Brazilian tapejarid Caiuajara is one of the most exciting pterosaur discoveries of the last few years.
A massive bonebed of these animals was discovered by Alexandre Dobruski and his son in 1971 in the state of Parana, Brazil but the find was not reported until 2011.
The animals themselves were not described until three years later by a team including Alexander Kellner and Cristina Vega. The name, Caiuajara dobruskii honors the original discoverer and the Caiua Group in which the animals, forty-seven in all, were found.
The age of the pterosaur is very roughly placed at 85 million years ago, during the Santonian Stage of the Late Cretaceous, although this is somewhat uncertain.
All that is known, however, is that the animals had died, and possibly lived, in a desert environment. A close contemporary would have been the primitive iguana Gueragama, described in 2015. Tapejarids are thought to be either herbivorous or omnivorous pterosaurs, but with few plant remains, we have no idea what exactly they were feeding on.
We do know however that the bones have been preserved in three dimensions and that enough skulls are known to paint a proper portrait of the animal with relative confidence. We know that there are juvenile bones alongside those of the adults.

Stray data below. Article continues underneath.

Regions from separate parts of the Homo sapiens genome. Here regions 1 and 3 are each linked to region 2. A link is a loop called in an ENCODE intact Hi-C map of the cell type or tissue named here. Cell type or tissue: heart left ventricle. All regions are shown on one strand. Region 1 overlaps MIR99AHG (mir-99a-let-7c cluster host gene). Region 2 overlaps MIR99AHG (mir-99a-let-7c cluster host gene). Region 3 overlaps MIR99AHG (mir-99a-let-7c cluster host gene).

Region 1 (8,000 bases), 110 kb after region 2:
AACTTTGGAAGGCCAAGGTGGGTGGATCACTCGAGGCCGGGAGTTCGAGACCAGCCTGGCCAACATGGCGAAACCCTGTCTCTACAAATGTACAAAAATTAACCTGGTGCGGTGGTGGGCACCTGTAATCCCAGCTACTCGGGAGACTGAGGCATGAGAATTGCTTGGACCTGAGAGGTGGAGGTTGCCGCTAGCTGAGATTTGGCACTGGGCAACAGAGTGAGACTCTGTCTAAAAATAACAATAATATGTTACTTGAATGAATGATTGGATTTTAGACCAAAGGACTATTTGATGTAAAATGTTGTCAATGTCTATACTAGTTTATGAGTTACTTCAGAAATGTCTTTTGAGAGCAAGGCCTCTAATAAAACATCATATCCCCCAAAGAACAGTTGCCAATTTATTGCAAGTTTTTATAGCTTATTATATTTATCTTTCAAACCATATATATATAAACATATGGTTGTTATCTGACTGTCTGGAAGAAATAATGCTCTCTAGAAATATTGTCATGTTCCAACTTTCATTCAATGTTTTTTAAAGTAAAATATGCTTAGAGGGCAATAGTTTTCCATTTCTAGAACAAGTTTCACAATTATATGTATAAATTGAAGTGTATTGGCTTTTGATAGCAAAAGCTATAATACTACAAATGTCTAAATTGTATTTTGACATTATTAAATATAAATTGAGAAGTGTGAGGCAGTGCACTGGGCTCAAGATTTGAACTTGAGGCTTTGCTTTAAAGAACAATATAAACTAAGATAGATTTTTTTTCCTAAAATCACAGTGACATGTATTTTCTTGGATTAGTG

A complete ontogeny is preserved here, with the younger individuals having smaller skulls with smaller crests, while the bony crests of the adults have a shark fin profile.
The young must have been precocious, leaving the nest as soon as they hatched, thus limiting parental care. However, unlike most other pterosaurs, there does not seem to be any marked sexual dimorphism in the skeletons.
Usually, pterosaurs show strongly dimorphic features. The large and well-known genus Pteranodon and its relatives like Geosternbergia and Dawndraco show us that these particular creatures lived as part of a patriarchy, with a harem-based breeding system.
Males had been massive, with 7-meter wingspans and huge crests while the females were less than half their size.
The small non-pterodactyloid Darwinopterus shows us that males had prominent soft tissue crests on their heads while females did not.
Another recent pterosaur mass grave is that of the Early Cretaceous genus Hamipterus. The males are still much bigger than the females.
However, Caiuajara shows us that dimorphism was certainly far from the norm in pterosaurs. Neither is it that big, with a wingspan of 2.35 meters, but geologically speaking it is still one of the youngest ever tapejarids.